Books : reviews

Robert L. Glass.
Facts and Fallacies of Software Engineering.
Addison Wesley. 2003

rating : 3.5 : worth reading
review : 28 December 2008

Glass lays out a series of "55 frequently forgotten fundamental facts" about Software Engineering. Most of these are not so much forgotten as well-known but ignored (such as facts about requirement, estimating, testing, and quality). Others are little known, or are repeatedly forgotten and repeatedly rediscovered, such as the importance of the maintenance part of the life cycle (and that maintenance is mostly not about bug fixing). Others are somewhat contentious (such as the impossibility of generic large-scale code reuse, and the uselessness of much academic software engineering research), but Glass argues that they are indeed facts, and backs up his arguments with data and references (often to his own earlier work bringing these facts to light in the first place). He also lays out some standard fallacies: things many people believe to be facts, but which are actually not true.

His very last item, Fallacy 10, is: "You teach people how to program by showing them how to write programs", that is, as opposed to first learning to read programs. What other languages do you write before you can read? I've occasionally wondered if it would be better at least to start students off modifying programs; it's often a lot easier in a new language to edit a working small program than to start from scratch, because all those annoying little syntax details are there ready for you to copy, as are larger coding patterns. One of my first experiences of this was as a PhD student umpteen years ago, writing what I didn't then know were called shell scripts, in the obscure "Phoenix macro language" for the local IBM 370 mainframe. There was a manual, but reading it was alleged to be a gestalt experience, in that you could only understand it if you already knew it. So everyone (apart from the real gurus) wrote their scripts by modifying other scripts. (I suspect we were degenerating into a restricted pidgin after a while.) I'm even more forcefully reminded of this idea, because I spent half an hour only yesterday modifying a BibTeX .bst file to get my references in the format I wanted. I've never even seen a manual for this language, but I made (most of!) the changes I wanted. And I'm sure if I ever do get around to needing a manual to do something more complicated, it will make much more sense to me after my initial hacking programming efforts. Such an approach is anathema to those who think is would lead to unbreakable bad habits, and that things should instead be taught "properly", but it fits well with other ideas about how people learn in today's high-tech complicated poor-user-interface society, as I have speculated earlier.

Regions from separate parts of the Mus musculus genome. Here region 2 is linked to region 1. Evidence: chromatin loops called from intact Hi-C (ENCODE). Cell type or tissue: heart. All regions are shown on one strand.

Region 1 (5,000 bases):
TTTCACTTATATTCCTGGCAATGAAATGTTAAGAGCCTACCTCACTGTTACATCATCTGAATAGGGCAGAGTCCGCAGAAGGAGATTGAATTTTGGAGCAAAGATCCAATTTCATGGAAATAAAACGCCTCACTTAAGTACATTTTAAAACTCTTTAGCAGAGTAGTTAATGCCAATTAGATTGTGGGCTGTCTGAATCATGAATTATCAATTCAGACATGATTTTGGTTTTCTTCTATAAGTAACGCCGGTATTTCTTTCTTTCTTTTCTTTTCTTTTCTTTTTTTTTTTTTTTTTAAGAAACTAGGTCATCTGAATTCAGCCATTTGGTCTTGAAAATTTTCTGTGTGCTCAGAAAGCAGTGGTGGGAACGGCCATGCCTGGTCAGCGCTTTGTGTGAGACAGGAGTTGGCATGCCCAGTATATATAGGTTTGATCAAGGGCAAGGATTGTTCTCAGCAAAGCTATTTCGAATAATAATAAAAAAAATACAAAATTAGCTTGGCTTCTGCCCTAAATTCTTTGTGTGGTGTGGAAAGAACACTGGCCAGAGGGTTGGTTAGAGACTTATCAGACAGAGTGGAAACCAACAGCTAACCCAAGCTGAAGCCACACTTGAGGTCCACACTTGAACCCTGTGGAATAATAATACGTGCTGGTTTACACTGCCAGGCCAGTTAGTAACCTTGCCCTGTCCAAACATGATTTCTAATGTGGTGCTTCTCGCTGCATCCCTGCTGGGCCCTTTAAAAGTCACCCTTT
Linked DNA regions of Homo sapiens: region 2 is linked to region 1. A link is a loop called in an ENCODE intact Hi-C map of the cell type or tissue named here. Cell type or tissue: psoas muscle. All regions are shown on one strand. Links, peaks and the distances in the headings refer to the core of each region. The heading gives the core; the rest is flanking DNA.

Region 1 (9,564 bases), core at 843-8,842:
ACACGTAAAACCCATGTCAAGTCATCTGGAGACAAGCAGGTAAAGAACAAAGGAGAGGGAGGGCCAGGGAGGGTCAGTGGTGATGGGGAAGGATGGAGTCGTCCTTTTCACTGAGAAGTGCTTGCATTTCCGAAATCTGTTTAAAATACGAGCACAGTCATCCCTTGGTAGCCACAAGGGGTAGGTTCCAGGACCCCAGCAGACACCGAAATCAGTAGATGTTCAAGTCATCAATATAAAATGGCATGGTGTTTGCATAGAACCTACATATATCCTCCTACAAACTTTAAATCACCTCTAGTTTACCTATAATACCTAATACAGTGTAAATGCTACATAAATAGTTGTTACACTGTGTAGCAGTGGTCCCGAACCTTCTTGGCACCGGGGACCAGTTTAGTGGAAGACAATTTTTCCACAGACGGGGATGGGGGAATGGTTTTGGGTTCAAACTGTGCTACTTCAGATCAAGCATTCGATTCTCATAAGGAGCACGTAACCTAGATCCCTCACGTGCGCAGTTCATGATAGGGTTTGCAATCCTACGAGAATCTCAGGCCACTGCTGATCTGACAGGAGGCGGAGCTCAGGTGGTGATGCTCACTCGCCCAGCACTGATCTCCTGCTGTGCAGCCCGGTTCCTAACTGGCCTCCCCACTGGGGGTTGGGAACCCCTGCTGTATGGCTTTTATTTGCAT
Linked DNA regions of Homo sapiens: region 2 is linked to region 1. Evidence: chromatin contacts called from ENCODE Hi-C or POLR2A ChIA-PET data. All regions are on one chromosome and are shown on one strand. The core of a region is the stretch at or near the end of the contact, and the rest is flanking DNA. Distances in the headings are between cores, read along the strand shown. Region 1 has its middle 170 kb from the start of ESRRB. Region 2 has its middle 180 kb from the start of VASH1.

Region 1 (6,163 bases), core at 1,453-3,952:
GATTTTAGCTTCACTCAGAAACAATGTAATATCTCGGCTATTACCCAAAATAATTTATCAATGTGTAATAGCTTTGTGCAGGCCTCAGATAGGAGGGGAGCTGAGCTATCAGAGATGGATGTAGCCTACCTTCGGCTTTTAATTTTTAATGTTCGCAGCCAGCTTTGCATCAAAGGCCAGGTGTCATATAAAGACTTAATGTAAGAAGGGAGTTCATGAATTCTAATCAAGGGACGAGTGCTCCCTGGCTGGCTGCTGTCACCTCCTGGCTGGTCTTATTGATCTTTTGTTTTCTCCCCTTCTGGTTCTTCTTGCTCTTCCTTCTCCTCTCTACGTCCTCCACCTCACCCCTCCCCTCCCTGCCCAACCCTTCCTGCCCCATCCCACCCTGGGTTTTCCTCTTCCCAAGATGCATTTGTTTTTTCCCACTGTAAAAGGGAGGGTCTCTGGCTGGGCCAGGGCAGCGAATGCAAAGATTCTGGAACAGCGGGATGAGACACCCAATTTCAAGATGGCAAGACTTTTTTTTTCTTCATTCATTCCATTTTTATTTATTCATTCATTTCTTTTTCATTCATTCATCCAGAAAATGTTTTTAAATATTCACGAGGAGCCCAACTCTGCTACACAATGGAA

So, that last item sparked the most interest for me. On the whole, reading through this book, the main experience is one of rueful recognition. Yes, that's true; and yes, we all know that's true, but no, we all do nothing about it. So what is to be done? Glass gives little help here: his stated aim is merely to make us aware of the facts, not to tell us how what to do about them (except to armour us against the snake-oil, silver bullet, and hype vendors). So, no new solutions, but maybe an indication that we could do so much better even without recourse to silver bullets.